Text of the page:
Non-human neocortex, sensory-motor inference

I was found interesting papers about neocortex of marine mammals.

For example, dolphins spontaneously learn associations between sounds and temporally paired events and
demonstrate extensive imitative abilities for sounds and for behaviors.
The cetacean neocortex appears agranular due to a lack of layer IV and different from human necortex.
In “Preliminary details about sensory-motor inference” I see belief is that layer 4 cells are performing sensory-motor inference.
Do you have any plans to use research on non-human neocortex or model it?


Hi Minou,
All mammals have a neocortex and non-mammals don’t. The neocortex of all mammals are remarkable similar in their highly detailed structure. The big difference between mammals of different species is the area of the neocortex and the sensors and motor areas that connect to the neocortex. The vast majority of research on the neocortex is already done with non-humans. Rats and mice are most common, but also cats, monkeys, and lots of others. There are very few invasive studies of humans but the accepted belief is that if you understand how the layers and cells work in a rat neocortex you will be 90%+ of the way to understanding human neocortex.

Speaking of dolphins. In my book On Intelligence I said that dolphins were an exception, that they only had the older style 3-layer cortex. That is not true. Apparently there was some debate about this in the past. Current thinking is their neocortex is the same. If you find new studies that suggest otherwise I would be interested in hearing about them.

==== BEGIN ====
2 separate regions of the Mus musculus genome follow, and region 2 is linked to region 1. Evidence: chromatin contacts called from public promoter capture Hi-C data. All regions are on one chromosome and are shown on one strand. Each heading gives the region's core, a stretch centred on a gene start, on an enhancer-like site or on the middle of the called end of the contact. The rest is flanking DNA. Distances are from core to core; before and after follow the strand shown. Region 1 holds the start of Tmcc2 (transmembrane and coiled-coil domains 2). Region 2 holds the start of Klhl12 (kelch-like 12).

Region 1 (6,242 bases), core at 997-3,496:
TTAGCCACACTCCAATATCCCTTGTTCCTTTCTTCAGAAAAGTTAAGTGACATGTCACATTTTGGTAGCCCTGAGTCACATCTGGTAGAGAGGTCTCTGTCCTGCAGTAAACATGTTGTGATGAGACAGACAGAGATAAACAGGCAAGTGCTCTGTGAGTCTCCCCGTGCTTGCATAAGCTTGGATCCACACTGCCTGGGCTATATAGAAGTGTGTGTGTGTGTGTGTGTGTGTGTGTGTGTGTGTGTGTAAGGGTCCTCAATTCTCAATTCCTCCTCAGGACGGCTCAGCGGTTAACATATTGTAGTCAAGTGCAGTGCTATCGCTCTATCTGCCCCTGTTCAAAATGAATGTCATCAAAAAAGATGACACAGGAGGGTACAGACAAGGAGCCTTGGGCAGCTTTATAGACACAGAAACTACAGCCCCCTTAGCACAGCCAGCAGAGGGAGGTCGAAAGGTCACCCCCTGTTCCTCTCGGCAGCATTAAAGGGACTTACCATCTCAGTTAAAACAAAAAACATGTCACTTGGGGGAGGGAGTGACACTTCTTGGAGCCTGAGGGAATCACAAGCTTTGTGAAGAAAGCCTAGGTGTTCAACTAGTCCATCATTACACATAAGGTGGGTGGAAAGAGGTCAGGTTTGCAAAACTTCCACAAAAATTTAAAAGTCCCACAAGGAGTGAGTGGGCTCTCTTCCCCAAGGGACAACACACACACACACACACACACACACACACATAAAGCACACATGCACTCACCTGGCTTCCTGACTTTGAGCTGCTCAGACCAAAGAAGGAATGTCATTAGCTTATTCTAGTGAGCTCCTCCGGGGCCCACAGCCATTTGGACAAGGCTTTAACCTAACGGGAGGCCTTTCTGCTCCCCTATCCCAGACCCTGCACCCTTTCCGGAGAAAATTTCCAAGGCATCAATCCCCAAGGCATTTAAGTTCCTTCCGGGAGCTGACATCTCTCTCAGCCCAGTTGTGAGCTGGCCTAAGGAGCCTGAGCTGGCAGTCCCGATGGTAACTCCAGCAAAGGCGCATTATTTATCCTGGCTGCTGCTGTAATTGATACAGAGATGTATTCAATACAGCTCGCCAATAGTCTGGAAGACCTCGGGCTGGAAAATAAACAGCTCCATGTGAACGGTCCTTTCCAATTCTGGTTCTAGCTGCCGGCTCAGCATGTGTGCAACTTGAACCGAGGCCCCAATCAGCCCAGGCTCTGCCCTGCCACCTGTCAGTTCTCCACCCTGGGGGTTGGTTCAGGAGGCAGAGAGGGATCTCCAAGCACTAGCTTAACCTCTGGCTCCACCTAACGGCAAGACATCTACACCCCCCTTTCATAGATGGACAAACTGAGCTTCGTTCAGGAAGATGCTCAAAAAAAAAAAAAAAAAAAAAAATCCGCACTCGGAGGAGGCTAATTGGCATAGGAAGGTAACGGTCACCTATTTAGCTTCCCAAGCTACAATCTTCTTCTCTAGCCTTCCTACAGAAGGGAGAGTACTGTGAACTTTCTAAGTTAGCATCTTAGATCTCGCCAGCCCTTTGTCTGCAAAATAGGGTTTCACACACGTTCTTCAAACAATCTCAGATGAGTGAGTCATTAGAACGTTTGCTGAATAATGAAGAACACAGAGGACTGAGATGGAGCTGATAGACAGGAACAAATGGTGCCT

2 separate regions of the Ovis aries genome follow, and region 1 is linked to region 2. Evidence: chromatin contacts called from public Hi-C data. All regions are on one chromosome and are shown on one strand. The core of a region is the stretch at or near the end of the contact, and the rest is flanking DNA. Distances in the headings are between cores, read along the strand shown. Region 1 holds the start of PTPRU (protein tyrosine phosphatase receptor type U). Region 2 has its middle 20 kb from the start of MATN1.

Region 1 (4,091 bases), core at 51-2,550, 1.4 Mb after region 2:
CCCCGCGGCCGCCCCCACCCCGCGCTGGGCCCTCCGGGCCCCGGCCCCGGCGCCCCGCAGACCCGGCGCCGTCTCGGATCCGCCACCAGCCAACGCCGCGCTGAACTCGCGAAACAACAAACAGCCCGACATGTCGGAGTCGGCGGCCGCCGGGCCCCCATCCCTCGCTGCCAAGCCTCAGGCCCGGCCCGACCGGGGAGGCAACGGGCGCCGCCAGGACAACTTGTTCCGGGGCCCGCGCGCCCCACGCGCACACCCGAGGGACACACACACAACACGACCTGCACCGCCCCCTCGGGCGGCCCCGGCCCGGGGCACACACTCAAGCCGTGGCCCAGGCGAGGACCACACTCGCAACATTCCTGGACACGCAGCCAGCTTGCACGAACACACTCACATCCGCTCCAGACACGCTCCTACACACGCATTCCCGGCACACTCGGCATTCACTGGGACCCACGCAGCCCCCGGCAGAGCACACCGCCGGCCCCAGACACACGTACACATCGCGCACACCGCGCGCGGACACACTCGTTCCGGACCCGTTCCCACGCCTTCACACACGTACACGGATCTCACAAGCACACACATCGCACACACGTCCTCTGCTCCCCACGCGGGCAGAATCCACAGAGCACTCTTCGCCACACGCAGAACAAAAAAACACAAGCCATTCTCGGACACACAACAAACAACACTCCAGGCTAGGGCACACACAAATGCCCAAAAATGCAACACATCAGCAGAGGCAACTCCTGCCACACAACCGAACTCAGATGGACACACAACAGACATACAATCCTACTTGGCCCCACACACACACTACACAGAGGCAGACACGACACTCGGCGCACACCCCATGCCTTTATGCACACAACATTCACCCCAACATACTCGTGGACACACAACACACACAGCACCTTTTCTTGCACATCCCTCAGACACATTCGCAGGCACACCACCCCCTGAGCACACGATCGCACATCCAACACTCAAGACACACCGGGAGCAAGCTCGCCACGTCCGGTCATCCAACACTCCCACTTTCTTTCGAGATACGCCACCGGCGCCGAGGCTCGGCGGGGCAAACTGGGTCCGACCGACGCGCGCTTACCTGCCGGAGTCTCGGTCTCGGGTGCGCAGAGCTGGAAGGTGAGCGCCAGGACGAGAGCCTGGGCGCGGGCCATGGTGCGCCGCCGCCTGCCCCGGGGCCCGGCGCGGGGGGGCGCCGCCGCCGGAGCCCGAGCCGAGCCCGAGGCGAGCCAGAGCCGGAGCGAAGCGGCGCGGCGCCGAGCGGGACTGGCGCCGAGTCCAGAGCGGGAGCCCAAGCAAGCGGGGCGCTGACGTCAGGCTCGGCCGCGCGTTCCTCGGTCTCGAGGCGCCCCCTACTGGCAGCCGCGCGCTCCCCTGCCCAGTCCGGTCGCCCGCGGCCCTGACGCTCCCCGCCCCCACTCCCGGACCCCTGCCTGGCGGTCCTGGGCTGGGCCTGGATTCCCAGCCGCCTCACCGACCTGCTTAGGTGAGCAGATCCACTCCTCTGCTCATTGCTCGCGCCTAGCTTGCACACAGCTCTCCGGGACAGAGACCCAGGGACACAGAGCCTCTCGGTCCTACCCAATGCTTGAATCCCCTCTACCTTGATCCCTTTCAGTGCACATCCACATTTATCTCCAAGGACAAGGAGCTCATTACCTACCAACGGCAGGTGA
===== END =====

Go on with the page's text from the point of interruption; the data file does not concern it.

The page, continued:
Thanks for your reply!

I think saying that non-mammals lack a neocortex is just slightly misleading, though technically correct. Especially because you’ve said that you believe that a neocortex is required for “real intelligence,” whatever exactly that means. I think that “real intelligence” may actually be achievable in different ways too, not just with the exact same method that a neocortex does. There is plenty of variation in how the neocortex works when you look across different mammals, and so as more animals are studied, I believe it will likely blur the line between cortical and non-cortical brains.